Sears Holding appears as #2 Tweet sender in Figure 4 above.  Despite its seemingly high-level of social awareness via Tweets, Facebook Likes and a low FiFo ratio, Sears recently announced the closing of over 100+ stores due to poor Holiday sales.  This might appear to suggest a disconnect between its social media and sales enablement efforts.

The Marketing Id can only reiterate a cardinal rule of social media usage in business – it should not be used only for brand building, but also in sales enablement.

Social Media Category 5: F100 Top 10 Facebook Likes

Who would have thought that people “like” Coke more than they “like” Mickey Mouse?  But if Facebook Likes (Li) are to be believed, Coca Cola beats Walt Disney by ~7 million Likes!  Verizon (note: we rated its wireless Facebook Page as opposed to its corporate Verizon Communications Facebook page) rounded out our Top 10 list presented in Table 6: F100 Top 10 Facebook Likes.

Table 6: F100 Top 10 Facebook Likes

The key takeaway from Table 6 is the stark difference in the social media strategies of #1 Coca Cola and #2 Walt Disney.  Disney’s Following Outbound (Fo) tally is 33, which gives it an astronomically high FiFo ratio of 33,027.  This clearly suggests that Disney is not trying to cultivate its fan base via Twitter, but seems to be maintaining strong brand equity using Facebook.  In fact, this perception is reinforced by the low number of Tweets (939) that Disney has put out so far.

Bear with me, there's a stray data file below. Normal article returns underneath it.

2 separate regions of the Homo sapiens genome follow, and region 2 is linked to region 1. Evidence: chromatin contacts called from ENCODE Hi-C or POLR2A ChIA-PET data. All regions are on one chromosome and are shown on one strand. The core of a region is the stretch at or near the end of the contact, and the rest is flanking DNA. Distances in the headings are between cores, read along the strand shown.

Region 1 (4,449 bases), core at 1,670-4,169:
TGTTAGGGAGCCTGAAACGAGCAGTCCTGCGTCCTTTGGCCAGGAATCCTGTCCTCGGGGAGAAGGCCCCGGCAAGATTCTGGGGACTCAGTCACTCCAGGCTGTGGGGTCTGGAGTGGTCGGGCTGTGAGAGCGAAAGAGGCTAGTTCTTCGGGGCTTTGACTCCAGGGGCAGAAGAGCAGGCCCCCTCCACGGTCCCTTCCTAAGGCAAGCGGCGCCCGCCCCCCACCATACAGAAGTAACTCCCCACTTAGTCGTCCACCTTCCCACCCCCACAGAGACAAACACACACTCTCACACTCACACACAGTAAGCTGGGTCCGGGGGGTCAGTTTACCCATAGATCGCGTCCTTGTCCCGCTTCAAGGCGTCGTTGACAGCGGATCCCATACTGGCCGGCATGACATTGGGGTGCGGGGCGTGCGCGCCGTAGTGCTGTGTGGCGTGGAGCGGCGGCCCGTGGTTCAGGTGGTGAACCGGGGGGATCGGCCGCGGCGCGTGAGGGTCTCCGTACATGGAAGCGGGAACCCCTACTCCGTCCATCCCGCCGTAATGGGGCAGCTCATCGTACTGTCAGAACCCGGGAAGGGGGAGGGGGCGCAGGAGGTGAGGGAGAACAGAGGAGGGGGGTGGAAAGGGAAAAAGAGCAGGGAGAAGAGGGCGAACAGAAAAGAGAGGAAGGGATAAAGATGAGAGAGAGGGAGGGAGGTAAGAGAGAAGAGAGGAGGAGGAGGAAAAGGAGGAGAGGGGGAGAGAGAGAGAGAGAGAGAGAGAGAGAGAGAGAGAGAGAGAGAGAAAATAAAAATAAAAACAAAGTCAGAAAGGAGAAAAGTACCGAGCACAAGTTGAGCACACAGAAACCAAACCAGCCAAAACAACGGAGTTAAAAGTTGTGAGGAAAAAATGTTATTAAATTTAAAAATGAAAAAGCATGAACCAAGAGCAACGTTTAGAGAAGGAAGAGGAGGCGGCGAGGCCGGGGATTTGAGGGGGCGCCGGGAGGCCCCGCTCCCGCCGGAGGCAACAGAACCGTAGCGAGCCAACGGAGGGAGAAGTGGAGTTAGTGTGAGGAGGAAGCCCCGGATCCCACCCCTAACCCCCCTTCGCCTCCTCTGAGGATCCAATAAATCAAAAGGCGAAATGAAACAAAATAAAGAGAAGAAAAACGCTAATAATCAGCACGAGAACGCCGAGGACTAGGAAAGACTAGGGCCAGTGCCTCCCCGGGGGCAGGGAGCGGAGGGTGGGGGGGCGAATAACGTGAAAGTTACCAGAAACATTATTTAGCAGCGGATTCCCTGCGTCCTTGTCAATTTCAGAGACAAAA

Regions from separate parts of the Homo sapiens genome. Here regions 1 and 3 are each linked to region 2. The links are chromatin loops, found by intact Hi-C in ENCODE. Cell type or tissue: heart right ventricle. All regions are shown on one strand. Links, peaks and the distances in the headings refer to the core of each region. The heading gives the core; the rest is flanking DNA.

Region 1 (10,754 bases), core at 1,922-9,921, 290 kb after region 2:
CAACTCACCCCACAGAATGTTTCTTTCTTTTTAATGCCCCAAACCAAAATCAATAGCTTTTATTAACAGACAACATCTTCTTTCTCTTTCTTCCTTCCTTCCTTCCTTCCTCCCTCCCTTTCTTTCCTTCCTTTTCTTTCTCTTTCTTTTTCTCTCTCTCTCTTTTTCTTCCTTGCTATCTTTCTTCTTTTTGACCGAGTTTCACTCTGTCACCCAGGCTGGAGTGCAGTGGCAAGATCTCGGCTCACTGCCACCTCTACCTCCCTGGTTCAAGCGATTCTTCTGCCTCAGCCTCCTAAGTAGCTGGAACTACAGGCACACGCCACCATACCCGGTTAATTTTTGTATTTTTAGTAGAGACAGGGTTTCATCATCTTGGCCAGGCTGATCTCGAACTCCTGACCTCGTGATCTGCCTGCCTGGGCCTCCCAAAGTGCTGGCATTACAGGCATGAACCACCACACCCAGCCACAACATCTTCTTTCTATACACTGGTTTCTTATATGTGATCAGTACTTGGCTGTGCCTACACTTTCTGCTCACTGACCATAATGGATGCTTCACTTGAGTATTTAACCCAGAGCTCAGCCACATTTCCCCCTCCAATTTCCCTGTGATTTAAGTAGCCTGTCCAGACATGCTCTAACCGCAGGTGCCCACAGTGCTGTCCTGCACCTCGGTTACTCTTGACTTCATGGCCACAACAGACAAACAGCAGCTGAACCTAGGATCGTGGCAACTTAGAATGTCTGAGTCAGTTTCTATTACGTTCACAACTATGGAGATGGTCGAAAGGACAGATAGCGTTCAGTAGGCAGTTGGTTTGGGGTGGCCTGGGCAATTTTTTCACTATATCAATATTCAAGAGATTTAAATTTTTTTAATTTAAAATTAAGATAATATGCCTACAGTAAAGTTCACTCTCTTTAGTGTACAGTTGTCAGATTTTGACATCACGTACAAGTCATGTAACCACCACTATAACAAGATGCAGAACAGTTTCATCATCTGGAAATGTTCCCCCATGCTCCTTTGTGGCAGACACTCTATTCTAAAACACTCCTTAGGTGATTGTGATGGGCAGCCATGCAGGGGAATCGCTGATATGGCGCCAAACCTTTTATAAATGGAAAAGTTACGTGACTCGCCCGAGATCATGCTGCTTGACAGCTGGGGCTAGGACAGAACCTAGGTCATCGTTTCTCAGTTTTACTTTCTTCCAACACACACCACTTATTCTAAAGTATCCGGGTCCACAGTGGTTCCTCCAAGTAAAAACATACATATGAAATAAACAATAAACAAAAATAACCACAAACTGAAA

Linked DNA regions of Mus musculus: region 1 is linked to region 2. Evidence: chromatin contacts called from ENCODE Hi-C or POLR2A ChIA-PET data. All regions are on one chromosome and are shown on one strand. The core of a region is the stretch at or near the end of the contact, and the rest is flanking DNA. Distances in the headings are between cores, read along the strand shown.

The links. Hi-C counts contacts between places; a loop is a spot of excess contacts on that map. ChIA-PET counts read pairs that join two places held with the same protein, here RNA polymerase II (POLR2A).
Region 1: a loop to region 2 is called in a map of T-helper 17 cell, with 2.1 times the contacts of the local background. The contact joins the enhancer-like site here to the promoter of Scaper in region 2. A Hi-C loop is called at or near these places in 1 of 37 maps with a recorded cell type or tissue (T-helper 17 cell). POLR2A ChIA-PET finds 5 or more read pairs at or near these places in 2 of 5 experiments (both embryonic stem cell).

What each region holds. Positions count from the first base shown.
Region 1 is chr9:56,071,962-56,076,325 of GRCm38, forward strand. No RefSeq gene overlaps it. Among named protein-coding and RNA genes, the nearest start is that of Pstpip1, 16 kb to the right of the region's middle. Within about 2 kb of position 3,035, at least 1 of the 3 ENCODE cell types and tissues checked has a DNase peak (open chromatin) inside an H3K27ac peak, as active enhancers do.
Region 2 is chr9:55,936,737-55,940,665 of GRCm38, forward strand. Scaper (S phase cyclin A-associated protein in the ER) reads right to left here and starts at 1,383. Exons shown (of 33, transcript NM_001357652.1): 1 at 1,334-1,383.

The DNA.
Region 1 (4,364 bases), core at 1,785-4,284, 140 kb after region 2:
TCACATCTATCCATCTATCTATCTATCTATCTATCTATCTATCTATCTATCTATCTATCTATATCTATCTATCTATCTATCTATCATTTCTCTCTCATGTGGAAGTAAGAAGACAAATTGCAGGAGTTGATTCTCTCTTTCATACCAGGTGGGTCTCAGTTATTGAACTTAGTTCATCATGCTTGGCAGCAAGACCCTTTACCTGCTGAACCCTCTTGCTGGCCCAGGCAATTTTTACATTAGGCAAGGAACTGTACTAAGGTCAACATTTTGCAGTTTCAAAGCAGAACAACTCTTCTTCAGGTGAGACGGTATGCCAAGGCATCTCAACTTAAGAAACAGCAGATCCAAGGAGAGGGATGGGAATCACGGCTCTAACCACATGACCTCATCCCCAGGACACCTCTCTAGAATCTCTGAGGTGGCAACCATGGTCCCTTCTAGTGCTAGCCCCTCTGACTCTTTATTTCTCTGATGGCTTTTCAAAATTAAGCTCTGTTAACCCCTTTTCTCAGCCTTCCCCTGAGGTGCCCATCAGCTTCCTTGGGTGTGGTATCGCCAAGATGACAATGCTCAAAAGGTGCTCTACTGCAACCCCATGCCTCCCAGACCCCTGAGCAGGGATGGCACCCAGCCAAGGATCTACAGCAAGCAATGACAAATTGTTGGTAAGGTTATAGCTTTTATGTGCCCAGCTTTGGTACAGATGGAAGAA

A graphical representation Figure 5: F100 Top 10 Facebook Likes is shown below.

Figure 5: F100 Top 10 Facebook Likes

The bar chart in Figure 5 above probably validates the notion that there is no relationship between likeability and a Top 10 Fortune 100 rank.  Except for Wal-Mart, which garners 11+ million Facebook Likes, there is no other F10 company that is “likeable” enough to warrant an appearance in our Top 10 list.  Also, despite the 2008 financial meltdown that significantly tarnished the entire financial sector, it is reassuring to see American Express make an appearance at #8 with 2+ million Facebook Likes.

Social Media Category 6: F100 Top 10 LiFi Ratio

The LiFi multiple basically suggests that a company is heavy in its Facebook activities and light in its Twitter activities – thus, a company with a very high LiFi ratio has a significant opportunity to increase its Followers Inbound (Fi) base on Twitter.   Our Top 10 list presented in Table 7: F100 Top 10 LiFi Ratio shows that #1 CVS Caremark and #2 Costco Wholesale are both well-liked companies that do not seem to have made an effort to garner a proportionate Twitter fan base.